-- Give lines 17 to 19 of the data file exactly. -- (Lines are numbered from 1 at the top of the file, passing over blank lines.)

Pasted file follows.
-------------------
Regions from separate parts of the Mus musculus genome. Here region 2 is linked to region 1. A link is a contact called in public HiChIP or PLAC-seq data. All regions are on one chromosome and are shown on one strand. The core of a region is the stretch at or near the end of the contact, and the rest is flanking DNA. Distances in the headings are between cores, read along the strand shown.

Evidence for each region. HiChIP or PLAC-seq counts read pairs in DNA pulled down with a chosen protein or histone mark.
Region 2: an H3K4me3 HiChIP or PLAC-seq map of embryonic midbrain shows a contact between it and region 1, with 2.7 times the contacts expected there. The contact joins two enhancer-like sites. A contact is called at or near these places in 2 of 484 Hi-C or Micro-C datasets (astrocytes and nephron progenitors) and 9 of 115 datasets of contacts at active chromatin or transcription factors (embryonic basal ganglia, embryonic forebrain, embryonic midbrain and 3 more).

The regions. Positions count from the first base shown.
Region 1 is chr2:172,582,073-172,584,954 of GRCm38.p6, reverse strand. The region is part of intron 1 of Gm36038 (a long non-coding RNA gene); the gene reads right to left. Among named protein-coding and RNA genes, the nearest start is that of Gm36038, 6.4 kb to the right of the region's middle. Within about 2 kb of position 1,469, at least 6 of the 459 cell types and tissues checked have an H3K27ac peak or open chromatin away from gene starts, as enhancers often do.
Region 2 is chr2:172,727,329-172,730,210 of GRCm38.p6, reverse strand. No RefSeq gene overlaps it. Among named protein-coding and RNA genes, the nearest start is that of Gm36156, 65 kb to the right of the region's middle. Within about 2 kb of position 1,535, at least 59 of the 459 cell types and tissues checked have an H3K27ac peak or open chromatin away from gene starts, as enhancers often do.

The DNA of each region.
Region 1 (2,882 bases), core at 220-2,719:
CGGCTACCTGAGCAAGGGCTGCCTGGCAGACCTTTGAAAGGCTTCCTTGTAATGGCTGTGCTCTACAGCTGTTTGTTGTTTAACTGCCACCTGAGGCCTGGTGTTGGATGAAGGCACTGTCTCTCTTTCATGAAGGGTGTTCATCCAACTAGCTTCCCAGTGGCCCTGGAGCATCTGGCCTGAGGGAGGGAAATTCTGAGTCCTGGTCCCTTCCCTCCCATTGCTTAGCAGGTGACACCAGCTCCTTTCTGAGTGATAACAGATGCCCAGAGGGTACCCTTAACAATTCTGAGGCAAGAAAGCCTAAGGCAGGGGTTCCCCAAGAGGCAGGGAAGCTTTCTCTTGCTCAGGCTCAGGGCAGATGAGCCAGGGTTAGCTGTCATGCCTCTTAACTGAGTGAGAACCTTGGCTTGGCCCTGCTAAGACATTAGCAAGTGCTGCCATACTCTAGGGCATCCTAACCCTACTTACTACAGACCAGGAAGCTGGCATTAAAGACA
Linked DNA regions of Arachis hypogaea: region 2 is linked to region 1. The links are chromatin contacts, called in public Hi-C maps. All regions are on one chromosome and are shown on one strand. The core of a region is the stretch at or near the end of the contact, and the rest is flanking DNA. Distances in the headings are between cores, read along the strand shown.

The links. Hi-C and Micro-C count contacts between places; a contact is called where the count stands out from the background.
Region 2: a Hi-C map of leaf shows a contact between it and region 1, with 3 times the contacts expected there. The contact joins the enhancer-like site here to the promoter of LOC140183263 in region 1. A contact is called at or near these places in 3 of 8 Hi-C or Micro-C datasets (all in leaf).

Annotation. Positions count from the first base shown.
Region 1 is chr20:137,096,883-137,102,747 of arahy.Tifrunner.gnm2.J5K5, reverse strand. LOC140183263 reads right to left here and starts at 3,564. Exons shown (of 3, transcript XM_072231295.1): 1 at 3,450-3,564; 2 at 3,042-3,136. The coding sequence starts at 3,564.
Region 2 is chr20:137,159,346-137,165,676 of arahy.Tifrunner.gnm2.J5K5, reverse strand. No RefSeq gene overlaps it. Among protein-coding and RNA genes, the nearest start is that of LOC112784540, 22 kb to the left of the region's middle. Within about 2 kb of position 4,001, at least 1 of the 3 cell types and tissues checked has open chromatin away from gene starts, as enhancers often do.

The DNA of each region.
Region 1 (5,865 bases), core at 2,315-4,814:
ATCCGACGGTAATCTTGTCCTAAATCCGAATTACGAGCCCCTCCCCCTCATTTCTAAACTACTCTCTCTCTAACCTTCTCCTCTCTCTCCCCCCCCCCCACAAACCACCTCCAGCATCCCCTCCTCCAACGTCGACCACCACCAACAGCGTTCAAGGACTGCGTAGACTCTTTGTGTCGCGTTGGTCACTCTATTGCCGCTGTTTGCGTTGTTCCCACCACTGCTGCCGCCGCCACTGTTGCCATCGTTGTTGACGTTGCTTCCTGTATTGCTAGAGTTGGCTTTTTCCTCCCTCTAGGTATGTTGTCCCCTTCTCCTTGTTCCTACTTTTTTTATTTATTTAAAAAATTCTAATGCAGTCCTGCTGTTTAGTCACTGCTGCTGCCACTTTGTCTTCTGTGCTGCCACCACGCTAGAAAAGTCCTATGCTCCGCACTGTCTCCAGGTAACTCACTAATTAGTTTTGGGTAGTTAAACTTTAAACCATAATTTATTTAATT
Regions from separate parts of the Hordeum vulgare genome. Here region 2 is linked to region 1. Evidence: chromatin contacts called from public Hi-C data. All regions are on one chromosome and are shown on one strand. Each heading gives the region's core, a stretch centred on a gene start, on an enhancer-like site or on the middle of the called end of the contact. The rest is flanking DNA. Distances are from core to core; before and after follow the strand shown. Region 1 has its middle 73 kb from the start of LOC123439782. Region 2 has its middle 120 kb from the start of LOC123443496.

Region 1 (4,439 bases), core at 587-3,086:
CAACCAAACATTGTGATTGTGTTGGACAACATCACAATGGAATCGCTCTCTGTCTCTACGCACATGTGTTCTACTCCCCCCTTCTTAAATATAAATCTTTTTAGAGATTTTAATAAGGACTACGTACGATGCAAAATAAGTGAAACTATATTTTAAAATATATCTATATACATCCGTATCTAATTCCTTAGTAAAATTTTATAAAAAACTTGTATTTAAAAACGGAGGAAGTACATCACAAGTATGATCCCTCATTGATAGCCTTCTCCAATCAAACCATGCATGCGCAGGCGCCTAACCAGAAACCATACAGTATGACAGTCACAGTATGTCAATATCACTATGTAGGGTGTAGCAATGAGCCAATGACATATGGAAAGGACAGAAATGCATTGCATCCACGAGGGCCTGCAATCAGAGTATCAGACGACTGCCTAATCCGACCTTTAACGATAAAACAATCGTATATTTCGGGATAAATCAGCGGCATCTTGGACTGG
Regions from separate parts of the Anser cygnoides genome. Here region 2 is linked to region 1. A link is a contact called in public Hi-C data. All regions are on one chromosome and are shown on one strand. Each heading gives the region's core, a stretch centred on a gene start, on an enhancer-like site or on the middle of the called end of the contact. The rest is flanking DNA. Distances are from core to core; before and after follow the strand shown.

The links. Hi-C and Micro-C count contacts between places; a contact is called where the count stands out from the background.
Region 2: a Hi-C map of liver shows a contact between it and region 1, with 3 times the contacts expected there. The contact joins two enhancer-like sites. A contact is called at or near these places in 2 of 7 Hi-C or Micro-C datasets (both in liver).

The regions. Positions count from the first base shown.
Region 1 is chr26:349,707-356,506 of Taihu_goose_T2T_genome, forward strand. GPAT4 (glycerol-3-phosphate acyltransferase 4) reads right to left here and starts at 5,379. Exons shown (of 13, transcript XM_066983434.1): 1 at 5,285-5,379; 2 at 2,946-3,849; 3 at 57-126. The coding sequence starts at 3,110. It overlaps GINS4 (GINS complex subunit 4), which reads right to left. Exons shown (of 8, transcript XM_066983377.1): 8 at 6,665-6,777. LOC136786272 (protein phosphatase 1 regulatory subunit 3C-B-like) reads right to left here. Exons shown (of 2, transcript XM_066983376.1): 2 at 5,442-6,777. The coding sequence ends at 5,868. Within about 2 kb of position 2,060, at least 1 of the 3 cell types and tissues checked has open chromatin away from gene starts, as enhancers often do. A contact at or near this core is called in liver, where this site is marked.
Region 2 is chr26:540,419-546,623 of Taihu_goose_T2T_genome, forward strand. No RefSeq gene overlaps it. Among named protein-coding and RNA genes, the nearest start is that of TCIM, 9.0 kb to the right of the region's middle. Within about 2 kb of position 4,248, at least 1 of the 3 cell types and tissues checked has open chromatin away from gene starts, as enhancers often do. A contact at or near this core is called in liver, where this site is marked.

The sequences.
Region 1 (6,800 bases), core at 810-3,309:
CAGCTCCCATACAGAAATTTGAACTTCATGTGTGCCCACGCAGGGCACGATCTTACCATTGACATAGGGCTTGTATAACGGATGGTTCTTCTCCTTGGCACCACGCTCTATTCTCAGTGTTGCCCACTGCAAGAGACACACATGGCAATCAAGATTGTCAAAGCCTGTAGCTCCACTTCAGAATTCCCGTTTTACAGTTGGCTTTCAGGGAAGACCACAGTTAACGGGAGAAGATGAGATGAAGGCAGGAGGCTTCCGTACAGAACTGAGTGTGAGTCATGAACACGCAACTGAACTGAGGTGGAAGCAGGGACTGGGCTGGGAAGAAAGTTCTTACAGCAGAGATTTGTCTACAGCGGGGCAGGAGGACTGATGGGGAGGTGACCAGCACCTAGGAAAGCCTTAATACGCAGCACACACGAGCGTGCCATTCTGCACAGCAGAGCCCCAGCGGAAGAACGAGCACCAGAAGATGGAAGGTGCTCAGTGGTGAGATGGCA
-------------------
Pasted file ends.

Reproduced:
Region 1 (5,865 bases), core at 2,315-4,814:
ATCCGACGGTAATCTTGTCCTAAATCCGAATTACGAGCCCCTCCCCCTCATTTCTAAACTACTCTCTCTCTAACCTTCTCCTCTCTCTCCCCCCCCCCCACAAACCACCTCCAGCATCCCCTCCTCCAACGTCGACCACCACCAACAGCGTTCAAGGACTGCGTAGACTCTTTGTGTCGCGTTGGTCACTCTATTGCCGCTGTTTGCGTTGTTCCCACCACTGCTGCCGCCGCCACTGTTGCCATCGTTGTTGACGTTGCTTCCTGTATTGCTAGAGTTGGCTTTTTCCTCCCTCTAGGTATGTTGTCCCCTTCTCCTTGTTCCTACTTTTTTTATTTATTTAAAAAATTCTAATGCAGTCCTGCTGTTTAGTCACTGCTGCTGCCACTTTGTCTTCTGTGCTGCCACCACGCTAGAAAAGTCCTATGCTCCGCACTGTCTCCAGGTAACTCACTAATTAGTTTTGGGTAGTTAAACTTTAAACCATAATTTATTTAATT
Regions from separate parts of the Hordeum vulgare genome. Here region 2 is linked to region 1. Evidence: chromatin contacts called from public Hi-C data. All regions are on one chromosome and are shown on one strand. Each heading gives the region's core, a stretch centred on a gene start, on an enhancer-like site or on the middle of the called end of the contact. The rest is flanking DNA. Distances are from core to core; before and after follow the strand shown. Region 1 has its middle 73 kb from the start of LOC123439782. Region 2 has its middle 120 kb from the start of LOC123443496.